The Treasury is under pressure from the head of Network Rail to allow three-day season tickets for commuters to reflect what he says will be permanent changes in working patterns.
Officials have vetoed radical changes to season tickets designed to entice home workers back onto trains amid concerns that three-day season tickets will discourage workers from returning to the office full-time. Industry sources said the Treasury feared a larger railway subsidy bill for taxpayers, as well as scars to the London economy.
But Andrew Haines, chief executive of Network Rail, told an all-party parliamentary committee: “I think it is very unlikely that work patterns will not permanently adjust. People have learnt that working from home gives them a better work/ life balance and allows them to save money. If you rely on the long-standing mechanisms of season tickets, then it is unlikely to be attractive to people.”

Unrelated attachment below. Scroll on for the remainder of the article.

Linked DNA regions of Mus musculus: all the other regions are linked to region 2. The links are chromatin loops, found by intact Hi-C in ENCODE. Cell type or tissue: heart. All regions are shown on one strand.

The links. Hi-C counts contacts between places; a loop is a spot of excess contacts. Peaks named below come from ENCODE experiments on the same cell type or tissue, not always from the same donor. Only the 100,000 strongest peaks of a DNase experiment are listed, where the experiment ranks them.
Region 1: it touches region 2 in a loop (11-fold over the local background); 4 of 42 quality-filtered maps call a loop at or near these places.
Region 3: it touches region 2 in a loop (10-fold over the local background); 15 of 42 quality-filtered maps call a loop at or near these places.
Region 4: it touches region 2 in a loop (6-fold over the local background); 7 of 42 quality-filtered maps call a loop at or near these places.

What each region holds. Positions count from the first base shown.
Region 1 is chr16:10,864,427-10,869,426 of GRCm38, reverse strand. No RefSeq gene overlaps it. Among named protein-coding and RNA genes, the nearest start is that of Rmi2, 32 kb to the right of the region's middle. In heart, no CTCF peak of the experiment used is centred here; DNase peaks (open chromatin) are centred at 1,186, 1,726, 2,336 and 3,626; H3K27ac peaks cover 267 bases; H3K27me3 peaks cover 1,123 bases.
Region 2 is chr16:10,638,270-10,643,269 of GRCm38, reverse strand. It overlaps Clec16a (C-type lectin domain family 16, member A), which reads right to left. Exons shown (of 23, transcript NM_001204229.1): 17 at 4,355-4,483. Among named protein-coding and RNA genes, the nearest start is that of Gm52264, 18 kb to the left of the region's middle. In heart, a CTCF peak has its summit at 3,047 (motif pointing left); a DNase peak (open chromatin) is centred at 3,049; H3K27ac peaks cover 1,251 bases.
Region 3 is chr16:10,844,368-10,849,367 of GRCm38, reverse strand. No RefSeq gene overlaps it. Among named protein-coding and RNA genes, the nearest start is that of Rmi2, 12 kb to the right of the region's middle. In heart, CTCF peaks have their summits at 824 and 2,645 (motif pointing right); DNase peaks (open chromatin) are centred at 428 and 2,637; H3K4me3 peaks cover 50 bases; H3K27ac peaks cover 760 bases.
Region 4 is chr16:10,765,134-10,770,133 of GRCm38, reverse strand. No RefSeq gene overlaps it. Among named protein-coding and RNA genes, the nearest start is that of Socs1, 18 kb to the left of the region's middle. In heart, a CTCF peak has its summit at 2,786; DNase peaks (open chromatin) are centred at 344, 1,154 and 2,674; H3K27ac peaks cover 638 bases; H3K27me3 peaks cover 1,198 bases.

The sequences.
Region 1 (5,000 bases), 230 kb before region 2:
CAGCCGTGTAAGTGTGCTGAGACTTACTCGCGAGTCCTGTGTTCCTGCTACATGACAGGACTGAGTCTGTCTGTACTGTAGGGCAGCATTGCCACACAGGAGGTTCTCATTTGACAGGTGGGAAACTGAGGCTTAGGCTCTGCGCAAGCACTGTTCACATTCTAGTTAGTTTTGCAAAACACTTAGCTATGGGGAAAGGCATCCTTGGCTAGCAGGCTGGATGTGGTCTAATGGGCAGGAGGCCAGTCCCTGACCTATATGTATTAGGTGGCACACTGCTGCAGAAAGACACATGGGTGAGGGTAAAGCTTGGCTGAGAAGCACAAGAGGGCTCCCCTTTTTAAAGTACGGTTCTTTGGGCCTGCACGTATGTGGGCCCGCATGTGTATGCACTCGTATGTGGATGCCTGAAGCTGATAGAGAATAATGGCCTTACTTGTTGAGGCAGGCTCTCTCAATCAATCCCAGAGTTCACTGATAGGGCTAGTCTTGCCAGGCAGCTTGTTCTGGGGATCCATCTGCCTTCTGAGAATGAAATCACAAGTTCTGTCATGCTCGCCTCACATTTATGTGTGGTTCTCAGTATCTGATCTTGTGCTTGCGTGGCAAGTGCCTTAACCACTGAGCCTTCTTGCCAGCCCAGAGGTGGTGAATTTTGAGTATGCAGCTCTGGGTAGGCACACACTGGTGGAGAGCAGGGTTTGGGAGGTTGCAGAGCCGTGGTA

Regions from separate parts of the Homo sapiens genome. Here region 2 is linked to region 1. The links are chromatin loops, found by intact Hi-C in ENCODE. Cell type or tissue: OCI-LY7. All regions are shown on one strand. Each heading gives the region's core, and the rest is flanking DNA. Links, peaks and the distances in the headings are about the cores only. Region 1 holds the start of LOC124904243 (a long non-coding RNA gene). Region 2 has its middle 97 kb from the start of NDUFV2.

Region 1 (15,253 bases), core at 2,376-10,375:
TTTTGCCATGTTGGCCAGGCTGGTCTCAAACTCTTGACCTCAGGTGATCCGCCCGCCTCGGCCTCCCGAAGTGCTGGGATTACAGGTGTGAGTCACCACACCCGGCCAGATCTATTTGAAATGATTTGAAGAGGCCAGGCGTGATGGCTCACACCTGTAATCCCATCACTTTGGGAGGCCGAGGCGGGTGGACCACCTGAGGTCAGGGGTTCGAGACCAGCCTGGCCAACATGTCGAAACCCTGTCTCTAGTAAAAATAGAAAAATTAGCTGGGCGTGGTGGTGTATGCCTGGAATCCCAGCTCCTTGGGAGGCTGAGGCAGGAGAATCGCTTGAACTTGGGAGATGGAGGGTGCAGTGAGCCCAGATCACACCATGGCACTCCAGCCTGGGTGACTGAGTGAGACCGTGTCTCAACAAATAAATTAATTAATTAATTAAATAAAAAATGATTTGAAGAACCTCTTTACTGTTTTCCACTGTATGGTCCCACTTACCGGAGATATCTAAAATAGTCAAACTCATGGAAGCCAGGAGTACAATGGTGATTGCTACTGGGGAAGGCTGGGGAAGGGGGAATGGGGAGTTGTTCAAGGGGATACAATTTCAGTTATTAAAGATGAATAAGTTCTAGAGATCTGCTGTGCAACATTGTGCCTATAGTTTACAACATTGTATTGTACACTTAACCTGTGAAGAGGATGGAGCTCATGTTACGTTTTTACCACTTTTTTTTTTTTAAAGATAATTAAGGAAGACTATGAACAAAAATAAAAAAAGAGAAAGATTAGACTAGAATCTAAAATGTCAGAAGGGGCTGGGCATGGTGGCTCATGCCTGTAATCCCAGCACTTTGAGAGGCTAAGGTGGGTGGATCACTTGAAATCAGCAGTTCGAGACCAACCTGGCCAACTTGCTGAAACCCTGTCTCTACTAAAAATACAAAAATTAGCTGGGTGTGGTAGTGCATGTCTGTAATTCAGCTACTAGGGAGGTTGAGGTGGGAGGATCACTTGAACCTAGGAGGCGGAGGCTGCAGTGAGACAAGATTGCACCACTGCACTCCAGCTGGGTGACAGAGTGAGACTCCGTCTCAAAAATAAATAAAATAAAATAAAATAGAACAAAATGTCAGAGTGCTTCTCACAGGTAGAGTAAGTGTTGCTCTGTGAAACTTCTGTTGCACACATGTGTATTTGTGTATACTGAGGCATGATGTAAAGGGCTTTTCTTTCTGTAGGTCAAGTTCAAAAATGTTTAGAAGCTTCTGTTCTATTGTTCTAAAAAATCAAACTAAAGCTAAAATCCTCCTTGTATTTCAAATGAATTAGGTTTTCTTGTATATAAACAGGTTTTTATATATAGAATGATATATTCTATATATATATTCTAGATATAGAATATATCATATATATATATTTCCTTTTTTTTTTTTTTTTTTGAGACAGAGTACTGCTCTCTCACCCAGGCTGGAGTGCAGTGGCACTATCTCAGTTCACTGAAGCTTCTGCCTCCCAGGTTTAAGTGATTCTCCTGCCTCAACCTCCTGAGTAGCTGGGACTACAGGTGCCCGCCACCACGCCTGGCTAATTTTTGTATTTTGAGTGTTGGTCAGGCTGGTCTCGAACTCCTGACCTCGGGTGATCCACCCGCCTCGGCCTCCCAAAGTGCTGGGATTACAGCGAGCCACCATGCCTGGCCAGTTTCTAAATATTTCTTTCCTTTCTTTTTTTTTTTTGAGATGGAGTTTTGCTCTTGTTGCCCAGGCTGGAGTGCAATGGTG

Reform to the UK’s fare system is understood to have been proposed in unpublished drafts of a “root and branch” review of the railways by Keith Williams for the Government.
Mr Williams is also proposing the introduction of a “Fat Controller” body to be in charge, with Mr Haines rumoured to be lined up to run it.
Fare reform is something that “the Treasury and the Department for Transport are wrestling with at the moment”, Mr Haines said. The current system is “relatively expensive” and provides “quite a financial disincentive from travelling”, he added. “The Treasury wants to [wait and] see what happens over the next few months.”
A spokesman for the Government said ministers were working with rail companies to develop flexible tickets.